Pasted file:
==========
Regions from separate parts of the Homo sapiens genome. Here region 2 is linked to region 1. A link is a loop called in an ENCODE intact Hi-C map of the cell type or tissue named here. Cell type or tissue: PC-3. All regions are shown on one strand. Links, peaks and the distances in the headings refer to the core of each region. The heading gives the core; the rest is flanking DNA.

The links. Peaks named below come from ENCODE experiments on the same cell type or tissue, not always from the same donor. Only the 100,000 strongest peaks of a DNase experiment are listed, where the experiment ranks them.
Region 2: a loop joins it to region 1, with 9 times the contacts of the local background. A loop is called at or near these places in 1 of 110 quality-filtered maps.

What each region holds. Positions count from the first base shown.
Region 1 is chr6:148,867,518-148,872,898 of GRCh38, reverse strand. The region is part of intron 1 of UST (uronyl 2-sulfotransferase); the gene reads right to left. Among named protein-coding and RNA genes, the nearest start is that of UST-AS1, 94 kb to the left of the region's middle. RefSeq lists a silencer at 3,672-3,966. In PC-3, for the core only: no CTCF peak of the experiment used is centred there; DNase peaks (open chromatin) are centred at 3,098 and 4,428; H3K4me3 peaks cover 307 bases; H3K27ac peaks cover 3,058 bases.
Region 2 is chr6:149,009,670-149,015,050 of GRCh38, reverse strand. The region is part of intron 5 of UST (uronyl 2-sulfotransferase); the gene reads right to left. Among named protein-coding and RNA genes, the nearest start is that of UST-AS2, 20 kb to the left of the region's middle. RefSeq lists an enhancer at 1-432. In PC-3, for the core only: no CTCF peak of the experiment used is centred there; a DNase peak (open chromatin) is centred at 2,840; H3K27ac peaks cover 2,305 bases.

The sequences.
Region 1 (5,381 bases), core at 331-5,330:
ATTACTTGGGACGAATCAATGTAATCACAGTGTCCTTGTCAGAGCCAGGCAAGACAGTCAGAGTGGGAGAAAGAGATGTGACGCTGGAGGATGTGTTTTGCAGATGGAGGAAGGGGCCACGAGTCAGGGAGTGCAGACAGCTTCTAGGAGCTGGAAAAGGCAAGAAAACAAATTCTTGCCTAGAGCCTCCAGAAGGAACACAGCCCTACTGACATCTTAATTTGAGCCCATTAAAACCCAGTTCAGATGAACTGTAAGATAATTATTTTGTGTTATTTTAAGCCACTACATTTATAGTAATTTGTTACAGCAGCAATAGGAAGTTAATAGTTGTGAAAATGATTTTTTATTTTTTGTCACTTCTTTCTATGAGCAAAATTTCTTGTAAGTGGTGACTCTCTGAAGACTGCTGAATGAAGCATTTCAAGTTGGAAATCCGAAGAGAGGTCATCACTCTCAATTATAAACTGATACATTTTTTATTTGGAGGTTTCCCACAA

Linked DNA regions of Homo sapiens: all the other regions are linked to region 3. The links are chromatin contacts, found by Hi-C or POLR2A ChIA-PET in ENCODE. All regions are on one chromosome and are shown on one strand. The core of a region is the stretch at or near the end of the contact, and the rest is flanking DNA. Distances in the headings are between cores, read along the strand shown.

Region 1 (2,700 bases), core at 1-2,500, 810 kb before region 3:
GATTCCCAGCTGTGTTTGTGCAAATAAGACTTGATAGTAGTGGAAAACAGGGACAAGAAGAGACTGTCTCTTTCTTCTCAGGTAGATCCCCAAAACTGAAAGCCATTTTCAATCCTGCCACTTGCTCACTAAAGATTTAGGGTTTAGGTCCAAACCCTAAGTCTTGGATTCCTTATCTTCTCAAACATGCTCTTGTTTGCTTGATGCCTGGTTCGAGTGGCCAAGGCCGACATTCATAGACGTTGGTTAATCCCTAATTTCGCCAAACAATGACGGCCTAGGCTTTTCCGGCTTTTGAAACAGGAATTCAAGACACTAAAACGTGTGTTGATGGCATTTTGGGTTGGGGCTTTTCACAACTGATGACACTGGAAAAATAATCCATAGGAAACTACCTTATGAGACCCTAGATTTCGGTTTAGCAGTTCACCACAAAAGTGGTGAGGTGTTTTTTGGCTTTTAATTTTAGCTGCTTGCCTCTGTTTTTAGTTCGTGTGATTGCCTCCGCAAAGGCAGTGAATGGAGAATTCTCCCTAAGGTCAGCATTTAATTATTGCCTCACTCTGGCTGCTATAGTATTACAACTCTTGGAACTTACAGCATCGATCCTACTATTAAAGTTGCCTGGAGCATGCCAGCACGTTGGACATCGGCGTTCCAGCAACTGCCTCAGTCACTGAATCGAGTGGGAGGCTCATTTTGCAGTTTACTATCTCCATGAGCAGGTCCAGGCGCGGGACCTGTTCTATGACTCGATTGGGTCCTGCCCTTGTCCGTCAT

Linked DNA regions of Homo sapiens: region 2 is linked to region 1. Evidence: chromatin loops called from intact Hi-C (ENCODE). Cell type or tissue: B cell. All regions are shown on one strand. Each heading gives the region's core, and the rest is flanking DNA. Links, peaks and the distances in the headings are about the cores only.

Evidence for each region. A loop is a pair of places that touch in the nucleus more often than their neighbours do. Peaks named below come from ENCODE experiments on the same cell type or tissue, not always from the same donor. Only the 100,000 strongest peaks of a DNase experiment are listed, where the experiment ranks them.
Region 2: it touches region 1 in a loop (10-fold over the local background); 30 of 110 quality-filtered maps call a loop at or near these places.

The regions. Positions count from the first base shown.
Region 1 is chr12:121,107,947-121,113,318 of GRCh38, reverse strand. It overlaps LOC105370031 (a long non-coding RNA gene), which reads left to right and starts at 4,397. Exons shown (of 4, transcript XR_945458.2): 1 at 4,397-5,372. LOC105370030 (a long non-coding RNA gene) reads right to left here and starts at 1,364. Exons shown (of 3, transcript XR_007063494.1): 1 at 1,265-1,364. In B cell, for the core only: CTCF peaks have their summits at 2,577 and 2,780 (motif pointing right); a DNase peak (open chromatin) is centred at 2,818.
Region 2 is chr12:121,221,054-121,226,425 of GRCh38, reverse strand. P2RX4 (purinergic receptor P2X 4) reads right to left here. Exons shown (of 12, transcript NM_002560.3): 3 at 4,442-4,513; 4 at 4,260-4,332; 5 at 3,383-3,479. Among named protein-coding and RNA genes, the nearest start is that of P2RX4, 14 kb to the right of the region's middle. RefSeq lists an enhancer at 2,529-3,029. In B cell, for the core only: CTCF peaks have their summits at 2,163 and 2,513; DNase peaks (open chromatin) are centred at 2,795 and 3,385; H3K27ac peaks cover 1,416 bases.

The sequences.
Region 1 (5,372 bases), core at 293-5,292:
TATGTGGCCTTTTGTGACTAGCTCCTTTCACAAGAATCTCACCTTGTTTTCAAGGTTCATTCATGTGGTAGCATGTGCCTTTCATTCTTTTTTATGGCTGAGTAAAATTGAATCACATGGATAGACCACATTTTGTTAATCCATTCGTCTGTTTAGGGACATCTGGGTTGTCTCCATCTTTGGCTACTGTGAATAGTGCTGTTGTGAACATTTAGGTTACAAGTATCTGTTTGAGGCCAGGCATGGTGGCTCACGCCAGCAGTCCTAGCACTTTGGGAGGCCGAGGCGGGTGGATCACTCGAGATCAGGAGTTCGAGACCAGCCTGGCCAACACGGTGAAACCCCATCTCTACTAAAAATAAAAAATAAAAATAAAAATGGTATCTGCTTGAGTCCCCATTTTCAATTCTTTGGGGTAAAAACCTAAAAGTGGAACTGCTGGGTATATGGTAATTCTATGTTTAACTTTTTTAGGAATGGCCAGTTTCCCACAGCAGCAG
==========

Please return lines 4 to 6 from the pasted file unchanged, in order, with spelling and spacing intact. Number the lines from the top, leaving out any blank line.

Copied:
What each region holds. Positions count from the first base shown.
Region 1 is chr6:148,867,518-148,872,898 of GRCh38, reverse strand. The region is part of intron 1 of UST (uronyl 2-sulfotransferase); the gene reads right to left. Among named protein-coding and RNA genes, the nearest start is that of UST-AS1, 94 kb to the left of the region's middle. RefSeq lists a silencer at 3,672-3,966. In PC-3, for the core only: no CTCF peak of the experiment used is centred there; DNase peaks (open chromatin) are centred at 3,098 and 4,428; H3K4me3 peaks cover 307 bases; H3K27ac peaks cover 3,058 bases.
Region 2 is chr6:149,009,670-149,015,050 of GRCh38, reverse strand. The region is part of intron 5 of UST (uronyl 2-sulfotransferase); the gene reads right to left. Among named protein-coding and RNA genes, the nearest start is that of UST-AS2, 20 kb to the left of the region's middle. RefSeq lists an enhancer at 1-432. In PC-3, for the core only: no CTCF peak of the experiment used is centred there; a DNase peak (open chromatin) is centred at 2,840; H3K27ac peaks cover 2,305 bases.